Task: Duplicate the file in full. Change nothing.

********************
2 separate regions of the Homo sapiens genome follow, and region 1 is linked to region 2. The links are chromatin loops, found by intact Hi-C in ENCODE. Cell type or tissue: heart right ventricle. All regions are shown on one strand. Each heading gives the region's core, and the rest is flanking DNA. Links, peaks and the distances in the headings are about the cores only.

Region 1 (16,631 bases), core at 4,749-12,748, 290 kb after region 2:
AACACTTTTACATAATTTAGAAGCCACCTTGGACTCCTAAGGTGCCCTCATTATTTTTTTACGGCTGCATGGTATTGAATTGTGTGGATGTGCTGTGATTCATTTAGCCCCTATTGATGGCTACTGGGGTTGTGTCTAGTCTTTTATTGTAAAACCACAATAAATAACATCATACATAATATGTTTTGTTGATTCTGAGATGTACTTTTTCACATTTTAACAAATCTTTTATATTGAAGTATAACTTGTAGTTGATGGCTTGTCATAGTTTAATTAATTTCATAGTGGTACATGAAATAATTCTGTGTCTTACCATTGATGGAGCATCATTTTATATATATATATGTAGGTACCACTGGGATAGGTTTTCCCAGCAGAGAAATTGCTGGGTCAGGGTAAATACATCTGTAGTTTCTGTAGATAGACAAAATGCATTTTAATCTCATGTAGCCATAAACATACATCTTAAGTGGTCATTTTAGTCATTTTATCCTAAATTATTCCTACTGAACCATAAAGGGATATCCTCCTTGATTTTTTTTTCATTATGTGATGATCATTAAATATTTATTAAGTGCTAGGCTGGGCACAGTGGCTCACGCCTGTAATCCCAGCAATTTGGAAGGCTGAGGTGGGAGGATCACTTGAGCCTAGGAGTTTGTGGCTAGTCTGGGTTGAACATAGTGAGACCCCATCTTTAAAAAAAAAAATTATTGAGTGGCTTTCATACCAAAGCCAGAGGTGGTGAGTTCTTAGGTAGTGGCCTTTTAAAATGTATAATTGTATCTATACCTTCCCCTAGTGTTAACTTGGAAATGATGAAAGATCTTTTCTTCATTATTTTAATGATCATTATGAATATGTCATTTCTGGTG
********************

2 separate regions of the Homo sapiens genome follow, and region 1 is linked to region 2. The links are chromatin loops, found by intact Hi-C in ENCODE. Cell type or tissue: heart right ventricle. All regions are shown on one strand. Each heading gives the region's core, and the rest is flanking DNA. Links, peaks and the distances in the headings are about the cores only.

Region 1 (16,631 bases), core at 4,749-12,748, 290 kb after region 2:
AACACTTTTACATAATTTAGAAGCCACCTTGGACTCCTAAGGTGCCCTCATTATTTTTTTACGGCTGCATGGTATTGAATTGTGTGGATGTGCTGTGATTCATTTAGCCCCTATTGATGGCTACTGGGGTTGTGTCTAGTCTTTTATTGTAAAACCACAATAAATAACATCATACATAATATGTTTTGTTGATTCTGAGATGTACTTTTTCACATTTTAACAAATCTTTTATATTGAAGTATAACTTGTAGTTGATGGCTTGTCATAGTTTAATTAATTTCATAGTGGTACATGAAATAATTCTGTGTCTTACCATTGATGGAGCATCATTTTATATATATATATGTAGGTACCACTGGGATAGGTTTTCCCAGCAGAGAAATTGCTGGGTCAGGGTAAATACATCTGTAGTTTCTGTAGATAGACAAAATGCATTTTAATCTCATGTAGCCATAAACATACATCTTAAGTGGTCATTTTAGTCATTTTATCCTAAATTATTCCTACTGAACCATAAAGGGATATCCTCCTTGATTTTTTTTTCATTATGTGATGATCATTAAATATTTATTAAGTGCTAGGCTGGGCACAGTGGCTCACGCCTGTAATCCCAGCAATTTGGAAGGCTGAGGTGGGAGGATCACTTGAGCCTAGGAGTTTGTGGCTAGTCTGGGTTGAACATAGTGAGACCCCATCTTTAAAAAAAAAAATTATTGAGTGGCTTTCATACCAAAGCCAGAGGTGGTGAGTTCTTAGGTAGTGGCCTTTTAAAATGTATAATTGTATCTATACCTTCCCCTAGTGTTAACTTGGAAATGATGAAAGATCTTTTCTTCATTATTTTAATGATCATTATGAATATGTCATTTCTGGTG